Press Release: CT’s Greenhouse Gas Report Marks Progress on Reductions

Connecticut on track to meet 2020 target, but needs a detailed plan for 2050

Friday, June 6, 2014

Laura McMillan: 203-787-0646 x137
Sarah Ganong: 203-787-0646 x128

New Haven, Ct. – Connecticut Fund for the Environment welcomed a long-awaited report released today by the state Department of Energy and Environmental Protection that describes Connecticut’s progress on meeting its climate goals. The report, titled “Taking Action on Climate Change: 2014 Progress Report,” is one of a series of publications required by the state’s 2008 greenhouse gas reduction law.

“Today’s report has encouraging findings about Connecticut’s progress thus far on reducing greenhouse gas emissions, but it also shows just how far we have to go,” said Lauren Savidge, staff attorney and energy specialist at CFE. “We commend the governor and Commissioner Klee on taking major steps on a key provision of our climate law, and look forward to working closely with DEEP, our state legislators, and partners in the private sector to ensure the state stays on track to reach its 2020 targets on time.”

“Going forward, we hope to see a plan to meet our 2050 goals, with innovative strategies, projections and detailed quantifications of the reductions they’re expected to produce, and a plan for public input,” Savidge said.

Public Act 08-98, known as the Global Warming Solutions Act (GWSA), was passed in 2008 with strong support from CFE and fellow members of the Stop Global Warming CT Coalition. It requires the state to reduce its total emissions of greenhouse gases like carbon dioxide and methane to at least 10 percent below 1990 emission levels by 2020, and to at least 80 percent below 2001 levels by 2050. At the time, Connecticut was one of only a handful of states that had committed to concrete carbon dioxide reductions in a specific time frame. The others were California, Hawaii, Maryland, Massachusetts, and New Jersey.

The bill also requires DEEP to issue a series of reports on Connecticut’s progress toward the goals. The first report, issued in January 2010, was an inventory of Connecticut’s greenhouse gas emissions that set the baseline for future reductions. Other reports were to collect modeling scenarios for emissions reductions and evaluate their economic and environmental benefits, and to analyze and recommend various reduction strategies. Every three years beginning in 2012, the state was to issue an updated schedule of recommended actions to meet the reduction targets and to accept public comment on that schedule.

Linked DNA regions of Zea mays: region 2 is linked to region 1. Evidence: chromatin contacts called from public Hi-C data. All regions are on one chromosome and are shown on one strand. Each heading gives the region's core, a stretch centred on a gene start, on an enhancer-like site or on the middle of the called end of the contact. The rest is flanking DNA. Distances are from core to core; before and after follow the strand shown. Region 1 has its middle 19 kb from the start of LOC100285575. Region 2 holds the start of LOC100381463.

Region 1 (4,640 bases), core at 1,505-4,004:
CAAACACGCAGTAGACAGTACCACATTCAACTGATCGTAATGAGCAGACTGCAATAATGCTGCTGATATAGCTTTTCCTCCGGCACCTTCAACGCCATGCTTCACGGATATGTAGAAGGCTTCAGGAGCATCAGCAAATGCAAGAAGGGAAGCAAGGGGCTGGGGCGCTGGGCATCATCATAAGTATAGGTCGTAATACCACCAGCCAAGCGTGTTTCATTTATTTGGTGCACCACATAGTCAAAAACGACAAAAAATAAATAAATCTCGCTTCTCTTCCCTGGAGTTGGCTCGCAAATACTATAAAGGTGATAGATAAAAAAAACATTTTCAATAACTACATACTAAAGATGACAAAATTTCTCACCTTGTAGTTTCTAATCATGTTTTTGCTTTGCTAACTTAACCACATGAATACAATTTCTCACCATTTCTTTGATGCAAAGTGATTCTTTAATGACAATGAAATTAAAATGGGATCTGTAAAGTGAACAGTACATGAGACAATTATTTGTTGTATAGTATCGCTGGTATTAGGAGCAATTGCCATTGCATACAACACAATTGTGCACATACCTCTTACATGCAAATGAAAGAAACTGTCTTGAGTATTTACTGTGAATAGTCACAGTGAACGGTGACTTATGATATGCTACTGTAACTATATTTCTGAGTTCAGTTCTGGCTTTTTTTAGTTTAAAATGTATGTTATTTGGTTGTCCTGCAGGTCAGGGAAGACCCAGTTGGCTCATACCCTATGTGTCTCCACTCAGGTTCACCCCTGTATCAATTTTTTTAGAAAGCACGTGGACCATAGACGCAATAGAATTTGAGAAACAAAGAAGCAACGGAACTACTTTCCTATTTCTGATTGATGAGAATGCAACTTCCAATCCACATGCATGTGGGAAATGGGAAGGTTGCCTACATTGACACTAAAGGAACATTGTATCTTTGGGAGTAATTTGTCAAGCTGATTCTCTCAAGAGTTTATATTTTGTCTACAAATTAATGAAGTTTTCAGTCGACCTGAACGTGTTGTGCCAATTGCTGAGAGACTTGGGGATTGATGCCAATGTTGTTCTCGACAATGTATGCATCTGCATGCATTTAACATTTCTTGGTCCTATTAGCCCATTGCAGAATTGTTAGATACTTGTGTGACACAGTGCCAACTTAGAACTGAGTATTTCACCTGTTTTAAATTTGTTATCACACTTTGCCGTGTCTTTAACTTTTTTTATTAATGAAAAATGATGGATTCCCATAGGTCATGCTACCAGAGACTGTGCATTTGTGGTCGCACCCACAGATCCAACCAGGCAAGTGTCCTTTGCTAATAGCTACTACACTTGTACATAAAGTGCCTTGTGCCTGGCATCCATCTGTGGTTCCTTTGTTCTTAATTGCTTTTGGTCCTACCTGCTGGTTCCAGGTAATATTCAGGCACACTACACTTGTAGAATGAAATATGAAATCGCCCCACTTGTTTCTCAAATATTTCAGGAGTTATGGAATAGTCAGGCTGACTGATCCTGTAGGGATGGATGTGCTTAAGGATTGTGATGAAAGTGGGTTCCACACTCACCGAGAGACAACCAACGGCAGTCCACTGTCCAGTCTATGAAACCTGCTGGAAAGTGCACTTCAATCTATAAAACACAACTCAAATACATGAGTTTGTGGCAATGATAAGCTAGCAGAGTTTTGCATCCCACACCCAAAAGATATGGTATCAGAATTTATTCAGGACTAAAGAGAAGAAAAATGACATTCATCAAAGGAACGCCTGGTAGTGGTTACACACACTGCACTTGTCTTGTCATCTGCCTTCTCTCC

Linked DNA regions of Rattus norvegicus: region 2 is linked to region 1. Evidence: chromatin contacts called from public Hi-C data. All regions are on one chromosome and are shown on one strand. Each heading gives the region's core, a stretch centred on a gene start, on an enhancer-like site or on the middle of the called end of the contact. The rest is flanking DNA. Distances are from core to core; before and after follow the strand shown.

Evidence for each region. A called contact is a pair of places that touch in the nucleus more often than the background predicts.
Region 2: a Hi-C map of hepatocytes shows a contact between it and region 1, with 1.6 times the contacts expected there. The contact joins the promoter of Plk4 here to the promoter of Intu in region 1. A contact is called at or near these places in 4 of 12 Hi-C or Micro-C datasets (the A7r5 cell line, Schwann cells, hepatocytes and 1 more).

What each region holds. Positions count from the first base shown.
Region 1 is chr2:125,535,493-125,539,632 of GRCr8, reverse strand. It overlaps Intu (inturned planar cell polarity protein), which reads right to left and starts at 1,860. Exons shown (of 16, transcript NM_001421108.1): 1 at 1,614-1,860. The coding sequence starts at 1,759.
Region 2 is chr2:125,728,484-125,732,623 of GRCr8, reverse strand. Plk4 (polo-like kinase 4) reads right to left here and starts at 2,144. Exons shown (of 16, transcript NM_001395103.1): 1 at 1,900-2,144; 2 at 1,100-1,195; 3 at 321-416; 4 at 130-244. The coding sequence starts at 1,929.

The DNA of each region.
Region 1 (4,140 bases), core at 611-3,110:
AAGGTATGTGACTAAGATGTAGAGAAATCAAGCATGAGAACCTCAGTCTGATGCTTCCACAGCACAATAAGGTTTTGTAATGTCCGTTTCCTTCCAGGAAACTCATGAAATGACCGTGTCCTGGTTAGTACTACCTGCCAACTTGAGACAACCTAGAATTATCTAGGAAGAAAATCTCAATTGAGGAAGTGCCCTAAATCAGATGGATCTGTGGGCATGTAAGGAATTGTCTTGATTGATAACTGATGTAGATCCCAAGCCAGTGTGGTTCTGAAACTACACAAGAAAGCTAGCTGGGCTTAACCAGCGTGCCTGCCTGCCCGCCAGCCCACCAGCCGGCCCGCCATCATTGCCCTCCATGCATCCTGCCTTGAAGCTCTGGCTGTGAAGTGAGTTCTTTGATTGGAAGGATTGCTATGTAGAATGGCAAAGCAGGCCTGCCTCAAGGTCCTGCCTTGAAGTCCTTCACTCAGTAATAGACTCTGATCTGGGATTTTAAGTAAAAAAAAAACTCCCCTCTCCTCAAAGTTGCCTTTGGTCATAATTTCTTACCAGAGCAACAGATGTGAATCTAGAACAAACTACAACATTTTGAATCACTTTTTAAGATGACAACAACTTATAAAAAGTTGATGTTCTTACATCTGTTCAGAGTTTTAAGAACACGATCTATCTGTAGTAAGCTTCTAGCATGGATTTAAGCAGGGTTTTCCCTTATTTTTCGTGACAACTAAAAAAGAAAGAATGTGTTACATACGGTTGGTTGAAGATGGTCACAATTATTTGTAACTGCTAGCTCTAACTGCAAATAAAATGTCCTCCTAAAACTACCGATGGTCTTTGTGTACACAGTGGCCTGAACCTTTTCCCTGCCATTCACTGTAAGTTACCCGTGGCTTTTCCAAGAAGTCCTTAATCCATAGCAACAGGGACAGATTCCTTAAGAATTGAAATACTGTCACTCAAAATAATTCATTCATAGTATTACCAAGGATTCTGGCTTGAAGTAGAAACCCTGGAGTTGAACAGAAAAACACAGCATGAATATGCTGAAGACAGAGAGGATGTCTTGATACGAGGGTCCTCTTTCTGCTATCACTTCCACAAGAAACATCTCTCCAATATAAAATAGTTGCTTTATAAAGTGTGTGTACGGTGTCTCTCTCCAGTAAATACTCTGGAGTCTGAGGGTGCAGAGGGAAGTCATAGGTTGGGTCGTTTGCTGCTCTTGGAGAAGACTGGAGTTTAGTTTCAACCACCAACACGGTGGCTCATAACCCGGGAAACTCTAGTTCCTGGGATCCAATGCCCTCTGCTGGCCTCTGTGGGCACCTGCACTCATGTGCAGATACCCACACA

The report released today includes some aspects of those reports. It summarizes steps taken so far, including:

  • The greenhouse gas inventory;
  • The Comprehensive Energy Strategy issued in 2013 and updates to the state’s Renewable Portfolio Standard;
  • Positive impacts on power plant emissions and funding created by the Regional Greenhouse Gas Initiative; and
  • Improvements in transportation, including promotion of electric and zero-emission vehicles and the construction of CTfastrak.

The report does not include estimates of how much of Connecticut’s emissions reductions thus far are attributable to those activities and does not make projections about how much greenhouse gases will be avoided by continuing them.

The report quantifies the emissions targets for 2010 (achieved), 2020, and 2050, and states that DEEP will explore developing interim targets. Breakdowns of emissions trends by sector show where Connecticut is making good progress and where it will need to direct stronger efforts. It also highlights some specific deliverables over the next few years around climate preparedness and resiliency, a positive measure not covered by the GWSA.

“Connecticut needs a firm plan to reach our legally-mandated 2050 target. A detailed plan with short- and long-term goals will create exciting opportunities for innovation and economic growth while cleaning our air and mitigating climate damage. With commitment from lawmakers, policy implementers, and private enterprise, we can cut emissions, grow our clean energy sector, save money for ratepayers, and keep Connecticut a national leader on climate,” Savidge said.


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